I spoke myself at the APPG (as a Patient Advocate) and I was very disappointed that the National Clinical Director for Cancer for the NHS pulled the Be Clear on Ovarian campaign because he said the campaign targeted woman in their late forties. I did tell him that these were the very women who are the most likely to develop symptoms in the coming years. If the target audience wasn't reached, it was suggested that the campaign model was flawed.

    In any event, the final collection of data had not been finalised so far as I know and neither did he show any data.

    When I found I had this disease, I also found my local Authority had no data on Ovarian at all. The LA Strategy Group then commissioned a survey when I pointed this out, which showed the shocking life expectancy of women with Ovarian who present at Stages 3 and 4 in my area in particular and nationwide. Unless we make the CCGs responsible, I can't see how this is now going to change. I understand from a recent NHS Straregy document that early stage cancer rates are going to be monitored (per CCG), but Ovarian will not be separated from other gynae cancers. That's what I understand. So particular areas of weakness in the NHS are not going to show up.

    Prior to the address by the Director, Cancer Research UK gave a low figure for cancer treatment which was, I think, £6000(ish) for a course. When, in reality, women with PPC and Ovarian generally have many lines of treatment. When it's argued that women need drugs, NICE use an age weighted figure to say they are too expensive. It just goes to show the agenda out there.

    The idea was that warning women to be aware of symptoms would mean the disease would be found at an earlier stage when it is more treatable or even curable. How much better to do that than try to get the horse after it has bolted?

    I'm told that there is a lot of pressure on GPs to keep costs down and this is one of the main reasons women are sent away when they present with symptoms. This situation is really quite scandalous.

    I was aware at the meeting the Eve Appeal representative said that there were other ways of raising awareness. I presume that's what was meant and I was baffled at why this remark was made to an already stunned room and I also felt it was unsupportive of the work already done by the charities and the members of the APPG who seek to help the forgotten women like us.

    The supposed loss with a lack of reasoning of the Be Clear Campaign was a major blow to women with Ovarian. For me, it was not just an awareness campaign, it was also saying that there was a focus on training doctors in spotting symptoms (and getting testing through) but also making sure the plight of Ovarian women was on the political agenda.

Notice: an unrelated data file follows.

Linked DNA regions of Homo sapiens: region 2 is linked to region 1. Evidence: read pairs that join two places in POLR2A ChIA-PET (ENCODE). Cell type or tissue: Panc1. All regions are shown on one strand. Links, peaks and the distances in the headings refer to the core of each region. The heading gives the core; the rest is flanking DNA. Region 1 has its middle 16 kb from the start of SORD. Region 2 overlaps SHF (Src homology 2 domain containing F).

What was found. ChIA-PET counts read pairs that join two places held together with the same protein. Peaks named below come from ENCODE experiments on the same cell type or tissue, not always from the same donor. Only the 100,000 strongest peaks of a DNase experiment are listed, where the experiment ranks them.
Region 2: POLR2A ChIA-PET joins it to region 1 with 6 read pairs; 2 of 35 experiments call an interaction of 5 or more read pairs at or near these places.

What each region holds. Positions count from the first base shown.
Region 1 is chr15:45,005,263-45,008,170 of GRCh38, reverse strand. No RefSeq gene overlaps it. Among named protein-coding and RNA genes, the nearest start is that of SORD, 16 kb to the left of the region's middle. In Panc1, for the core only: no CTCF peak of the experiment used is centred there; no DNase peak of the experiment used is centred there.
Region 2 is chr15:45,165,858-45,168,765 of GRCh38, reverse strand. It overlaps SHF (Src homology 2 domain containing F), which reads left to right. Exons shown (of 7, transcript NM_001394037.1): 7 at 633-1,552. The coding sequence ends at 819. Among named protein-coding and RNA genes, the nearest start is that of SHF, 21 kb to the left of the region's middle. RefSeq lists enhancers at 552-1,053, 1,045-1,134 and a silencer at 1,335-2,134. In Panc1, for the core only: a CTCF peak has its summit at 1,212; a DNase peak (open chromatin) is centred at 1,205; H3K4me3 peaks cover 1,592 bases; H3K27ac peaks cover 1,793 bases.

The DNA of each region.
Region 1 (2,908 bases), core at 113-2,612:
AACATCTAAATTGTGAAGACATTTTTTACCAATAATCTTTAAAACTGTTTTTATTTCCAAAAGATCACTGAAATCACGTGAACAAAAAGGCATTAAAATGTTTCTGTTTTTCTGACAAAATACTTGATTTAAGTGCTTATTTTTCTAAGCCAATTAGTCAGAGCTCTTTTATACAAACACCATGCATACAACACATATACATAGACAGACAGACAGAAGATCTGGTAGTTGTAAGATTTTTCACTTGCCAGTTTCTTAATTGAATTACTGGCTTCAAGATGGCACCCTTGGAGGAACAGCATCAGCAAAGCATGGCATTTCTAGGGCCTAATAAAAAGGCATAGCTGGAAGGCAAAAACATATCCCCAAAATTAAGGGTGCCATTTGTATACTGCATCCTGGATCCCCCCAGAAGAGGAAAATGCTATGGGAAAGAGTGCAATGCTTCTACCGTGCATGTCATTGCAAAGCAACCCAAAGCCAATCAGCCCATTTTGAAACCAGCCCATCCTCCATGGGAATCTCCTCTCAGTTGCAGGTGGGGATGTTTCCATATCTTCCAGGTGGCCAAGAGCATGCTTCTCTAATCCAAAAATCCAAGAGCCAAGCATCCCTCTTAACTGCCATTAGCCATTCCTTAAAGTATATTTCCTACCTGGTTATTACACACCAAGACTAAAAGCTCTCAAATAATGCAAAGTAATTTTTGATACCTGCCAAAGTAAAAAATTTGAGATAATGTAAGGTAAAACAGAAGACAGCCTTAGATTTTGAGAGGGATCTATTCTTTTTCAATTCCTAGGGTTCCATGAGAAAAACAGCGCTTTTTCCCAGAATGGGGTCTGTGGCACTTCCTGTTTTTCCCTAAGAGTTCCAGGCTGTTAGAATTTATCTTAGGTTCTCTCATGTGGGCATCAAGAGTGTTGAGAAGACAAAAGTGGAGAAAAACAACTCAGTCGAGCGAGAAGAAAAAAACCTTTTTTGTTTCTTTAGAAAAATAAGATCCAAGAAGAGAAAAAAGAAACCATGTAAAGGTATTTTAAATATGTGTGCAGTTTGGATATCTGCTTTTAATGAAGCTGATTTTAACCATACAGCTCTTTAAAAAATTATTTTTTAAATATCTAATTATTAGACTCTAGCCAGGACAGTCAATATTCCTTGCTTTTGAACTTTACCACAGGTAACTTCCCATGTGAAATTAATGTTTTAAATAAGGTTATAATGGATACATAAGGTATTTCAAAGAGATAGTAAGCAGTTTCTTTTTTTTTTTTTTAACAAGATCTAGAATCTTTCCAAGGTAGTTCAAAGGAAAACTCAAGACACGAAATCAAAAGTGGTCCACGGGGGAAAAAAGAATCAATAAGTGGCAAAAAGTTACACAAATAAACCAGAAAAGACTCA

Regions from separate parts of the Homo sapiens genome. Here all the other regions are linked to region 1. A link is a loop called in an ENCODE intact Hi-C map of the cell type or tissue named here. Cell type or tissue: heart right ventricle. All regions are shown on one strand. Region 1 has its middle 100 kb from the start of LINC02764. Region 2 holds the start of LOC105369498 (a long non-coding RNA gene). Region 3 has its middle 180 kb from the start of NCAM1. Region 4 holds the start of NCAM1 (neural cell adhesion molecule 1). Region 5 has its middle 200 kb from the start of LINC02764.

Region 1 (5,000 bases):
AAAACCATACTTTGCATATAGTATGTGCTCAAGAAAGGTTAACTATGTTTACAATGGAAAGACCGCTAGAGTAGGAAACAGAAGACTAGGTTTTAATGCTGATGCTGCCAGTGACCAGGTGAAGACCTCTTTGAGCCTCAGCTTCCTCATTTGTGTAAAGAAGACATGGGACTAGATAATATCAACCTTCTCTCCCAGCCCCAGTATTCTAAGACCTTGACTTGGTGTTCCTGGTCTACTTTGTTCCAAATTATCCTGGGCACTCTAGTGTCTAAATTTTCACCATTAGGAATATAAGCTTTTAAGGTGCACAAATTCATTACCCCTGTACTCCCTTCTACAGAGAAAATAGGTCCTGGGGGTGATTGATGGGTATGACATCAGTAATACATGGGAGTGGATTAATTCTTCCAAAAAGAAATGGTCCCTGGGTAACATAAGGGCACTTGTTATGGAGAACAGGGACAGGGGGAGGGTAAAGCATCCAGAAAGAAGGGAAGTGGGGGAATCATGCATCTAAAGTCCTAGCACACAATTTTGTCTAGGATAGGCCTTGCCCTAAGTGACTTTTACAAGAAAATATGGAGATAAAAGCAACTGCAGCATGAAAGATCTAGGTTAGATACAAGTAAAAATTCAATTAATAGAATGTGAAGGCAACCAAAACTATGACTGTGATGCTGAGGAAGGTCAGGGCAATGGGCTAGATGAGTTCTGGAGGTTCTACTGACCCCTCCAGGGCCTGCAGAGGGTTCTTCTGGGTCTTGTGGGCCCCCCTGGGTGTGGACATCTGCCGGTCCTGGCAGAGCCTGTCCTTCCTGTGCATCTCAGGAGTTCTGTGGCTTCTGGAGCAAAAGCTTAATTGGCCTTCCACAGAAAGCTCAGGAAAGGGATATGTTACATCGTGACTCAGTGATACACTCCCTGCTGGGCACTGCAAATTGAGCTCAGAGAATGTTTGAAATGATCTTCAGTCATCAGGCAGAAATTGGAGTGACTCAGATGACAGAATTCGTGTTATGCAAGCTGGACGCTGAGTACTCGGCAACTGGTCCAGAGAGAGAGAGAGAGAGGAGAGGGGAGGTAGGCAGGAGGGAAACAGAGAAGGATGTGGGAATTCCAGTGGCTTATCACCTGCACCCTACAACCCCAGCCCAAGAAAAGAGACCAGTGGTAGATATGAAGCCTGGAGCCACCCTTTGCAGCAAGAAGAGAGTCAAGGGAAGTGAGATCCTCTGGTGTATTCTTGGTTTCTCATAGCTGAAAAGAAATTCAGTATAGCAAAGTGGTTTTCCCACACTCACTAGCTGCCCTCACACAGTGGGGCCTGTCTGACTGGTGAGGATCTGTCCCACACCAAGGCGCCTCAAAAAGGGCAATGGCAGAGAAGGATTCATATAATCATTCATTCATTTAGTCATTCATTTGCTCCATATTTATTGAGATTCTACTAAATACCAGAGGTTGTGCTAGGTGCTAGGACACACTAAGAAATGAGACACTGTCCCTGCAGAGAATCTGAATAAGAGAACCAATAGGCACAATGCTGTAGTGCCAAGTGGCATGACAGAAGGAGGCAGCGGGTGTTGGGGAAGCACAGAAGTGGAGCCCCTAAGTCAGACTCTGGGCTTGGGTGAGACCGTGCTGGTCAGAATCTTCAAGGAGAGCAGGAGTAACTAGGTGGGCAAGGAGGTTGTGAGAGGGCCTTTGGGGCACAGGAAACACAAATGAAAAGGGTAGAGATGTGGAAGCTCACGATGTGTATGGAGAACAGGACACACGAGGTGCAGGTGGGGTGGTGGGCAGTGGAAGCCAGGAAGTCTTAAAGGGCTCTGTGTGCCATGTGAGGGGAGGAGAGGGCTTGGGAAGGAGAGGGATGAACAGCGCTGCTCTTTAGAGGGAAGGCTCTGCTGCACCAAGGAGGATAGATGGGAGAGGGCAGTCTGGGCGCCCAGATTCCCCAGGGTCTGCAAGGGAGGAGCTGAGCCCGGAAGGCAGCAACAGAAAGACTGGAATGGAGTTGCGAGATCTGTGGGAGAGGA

It's very hard to move on with our lives sometimes especially women who are living with the symptoms of Ovarian. I also know it's a life limiting disease. Talking about the disease can also be empowering. Being realistic about cancer doesn't have to be about jumping from a plane or sailing the world. What's positive for one person is not the same as another person's positivity.

    As regards your suggestion about cervical screening, I think you're right. It might help if woman were given a leaflet saying that the cervical smear is not an Ovarian cancer smear with a note about the symptoms of Ovarian and what to do if they turn up, etc.

    However, even though I feel a smear handout would raise awareness (which is a good thing), I don't think it would reach the main age group until the younger women filter through because older women don't tend to have cervical smears.

    I was stunned again weeks after the APPG, when I saw the review process remove drug options from women with Ovarian. Coupled with the withdrawal of the Be Clear campaign, there has been a decisive move back in time bringing a double whammy. Most women in the here and now rely on standard treatment to get through this disease at present and to remove options when there are already so few is quite frankly heartrenderingly sad.

    Lord Saatchi called standard treatment 'medievil' and I think it is a hard process but it's the only option at the moment for many of us. PARPs aren't even on the list yet for BRAC women and neither are MEKs mainstream.

    I feel it's wrong to throw the baby out with the bath water. Women need all of the drugs in the armoury until newer, safer and more effective ways are mainstream.